When we were in NJ for Daddy’s funeral, Keren came home with a bag he’d put together of comics he’d been saving since July. (He also saved newspapers for me to read even though I read most of them online.) This week, while cleaning after a multi-bathroom renovation, I discovered the comics, still here over three months later, divided between Gavi’s and Keren’s rooms. As I unpacked the bag from Keren’s room, still filled with comics, I discovered more: A small stuffed pill (from his dialysis center) saying “Meds Matter,” A machzor from 1931 (Dad’s been trying to pass these old siddurim and machzorim on for many years), a bag of buttons (the pin kind) mostly from charities and companies, but also ones that say, “Shalom,” “Bald is Beautiful,” and “Moynihan *88 Rally,” and a canister of Diamond kosher salt. 

Thanks Daddy for saying goodbye. I love you.UIKeyInputUpArrow

Sunday, February 18, 2018

A Year of Mourning - Time and Forgetfulness

It’s been too long since I’ve written. A trip to Israel. Bathroom renovations in full swing. Normally you wouldn’t do a major renovation during this year, but it was arranged before Daddy died, just delaying the start. Amidst everything else, amidst minyan schedules and balancing time, Kaddish, and children, we have 3/4 of our bathrooms under construction. It had to happen, but seems odd. I want to talk to Daddy about our plans, to get his opinions. He always had great ideas. I want to hear them, even if he won’t agree with some of our plans. I know there’s something he wouldn’t like. Likely I wouldn’t change it. It may even be an arguement about our choices. But I want to hear anyway. I find myself saying, “Daddy would have liked this;” or “I think Daddy might have thought this was nutty.” I tell him, but he doesn’t answer.

Amazingly sometimes life seems normal. I forget that he’s gone. I go about my day as if he’s still there. I’ll call him later. We’ll talk, maybe for hours, maybe he’ll say he’s tired. Then I remember he’s gone. I won’t call him. I can’t speak with him. “Wow,” I think, “that happened. For just a little while I forgot. Life seemed normal.” And then it feels so very not normal. Pricisely because it did.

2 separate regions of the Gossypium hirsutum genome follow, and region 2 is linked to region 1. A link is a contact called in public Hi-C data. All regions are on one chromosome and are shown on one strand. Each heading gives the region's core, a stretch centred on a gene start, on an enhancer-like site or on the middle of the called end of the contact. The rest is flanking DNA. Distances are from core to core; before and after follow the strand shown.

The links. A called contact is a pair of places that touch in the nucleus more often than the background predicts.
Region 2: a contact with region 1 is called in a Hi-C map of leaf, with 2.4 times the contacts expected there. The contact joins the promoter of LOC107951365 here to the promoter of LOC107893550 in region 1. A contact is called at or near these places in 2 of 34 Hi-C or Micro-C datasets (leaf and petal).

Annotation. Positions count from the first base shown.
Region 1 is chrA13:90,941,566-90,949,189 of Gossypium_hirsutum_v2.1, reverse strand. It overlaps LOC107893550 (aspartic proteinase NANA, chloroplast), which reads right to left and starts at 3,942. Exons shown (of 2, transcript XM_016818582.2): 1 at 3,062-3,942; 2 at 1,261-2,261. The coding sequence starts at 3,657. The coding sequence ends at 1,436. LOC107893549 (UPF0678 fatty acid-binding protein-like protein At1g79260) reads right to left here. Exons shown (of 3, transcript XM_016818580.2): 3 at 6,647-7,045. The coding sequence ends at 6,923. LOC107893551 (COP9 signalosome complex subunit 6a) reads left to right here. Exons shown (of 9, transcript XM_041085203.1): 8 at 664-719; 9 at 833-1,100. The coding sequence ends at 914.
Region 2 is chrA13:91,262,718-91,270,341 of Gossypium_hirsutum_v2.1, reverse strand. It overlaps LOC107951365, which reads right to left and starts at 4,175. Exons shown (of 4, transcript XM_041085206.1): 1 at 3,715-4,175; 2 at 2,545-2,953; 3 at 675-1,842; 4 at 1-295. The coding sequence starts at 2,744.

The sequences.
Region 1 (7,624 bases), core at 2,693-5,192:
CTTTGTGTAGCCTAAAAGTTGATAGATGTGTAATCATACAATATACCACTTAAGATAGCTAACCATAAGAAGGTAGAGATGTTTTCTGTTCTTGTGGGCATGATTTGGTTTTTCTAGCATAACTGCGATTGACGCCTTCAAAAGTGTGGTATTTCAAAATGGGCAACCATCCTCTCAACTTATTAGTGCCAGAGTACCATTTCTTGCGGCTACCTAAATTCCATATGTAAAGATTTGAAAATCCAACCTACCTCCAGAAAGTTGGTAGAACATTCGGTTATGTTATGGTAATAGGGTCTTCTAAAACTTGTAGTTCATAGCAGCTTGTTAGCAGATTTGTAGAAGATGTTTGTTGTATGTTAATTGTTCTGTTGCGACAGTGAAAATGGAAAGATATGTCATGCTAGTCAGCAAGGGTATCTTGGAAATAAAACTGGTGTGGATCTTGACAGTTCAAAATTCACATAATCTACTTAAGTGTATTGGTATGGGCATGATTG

There are even moments when we get to Kaddish, even though that’s precisely why I’m in synagogue, I forget to say it. Kaddish begins. I hear a few words, and suddenly I realize that I’m quiet when I should be reciting these words. And I jump in, quickly catching up. “Yitgadal v’yitgadash she’mei rabah...” How could I have forgotten?! I’m only 2 1/2 months in. There’s so long to go. Maybe, for just that very moment, my life returned to pre-November when t’fillot was simply prayer. And maybe my mind wandered, thinking of happier moments.

Time seems to flow forward and back upon itself, changing speed and direction.

Wednesday, January 31, 2018

A Year of Mourning - Travelling & Kaddish

I’m in Israel. I’m here on a MERCAZ Olami retreat. It was the next step in my slowly re-entering the world. It’s not so easy. I really wasn’t ready to leave. Normally I am totally organized. I have a packing list, and I pack early. Yet there I was, hours before I had to leave, trying to get organized in between bouts of crying. I thought I was past spontaneous crying, but clearly not.

“It’s too soon.” That’s how I felt. Too soon to travel. Too soon to be away from the comfort of my family. Too soon not to hug my children every night. Keren tearfully said, “Eema don’t go.” But I had no choice.

The benefit of being scattered was the focus of a lack of time. Rushing from house to car to check in to the gate. On to the plane. Finally breathe. Oh wait, no. There was work to do. I had teaching to finish. So the plane ride, with some sleep, was focused on fleshing out my teaching, having emailed the texts only minutes before leaving.

Of course there’s the Kaddish issue. While there will be a minyan on the plane, reciting Kaddish with that crowd simply wasn’t an option. I debated reciting Kaddish, counting the Jews on the plane without their consent.  Instead I recited El Malei Rachamim for my father, davenning as if I wasn’t surrounded by Jews. And again in the morning, part of me feeling antagonistic and wondering just how much shit I would stir up if I were to stand and don my tallit and tefillin. I was saved by some turbulence and a descent, I’d slept too long. Barely time to pray. Another El Malei. Tallit and tefillin back at the house.

A mere 9 1/2 hours later we were descending. Tears again came into my eyes. Of course I always cry when I land in Israel. I wondered, is this my normal crying or something more? Brucha haba’ah. Welcome to Israel. Wait in line a mob for over an hour to get through customs. To My cousins' for Shabbat. Thank God I have a home here to go to. It’s a comfort to have someplace familiar, but I still wondered about Kaddish. The shul is Orthodox, and though I’d been there dozens of times, I couldn’t remember ever hearing a woman recite Kaddish.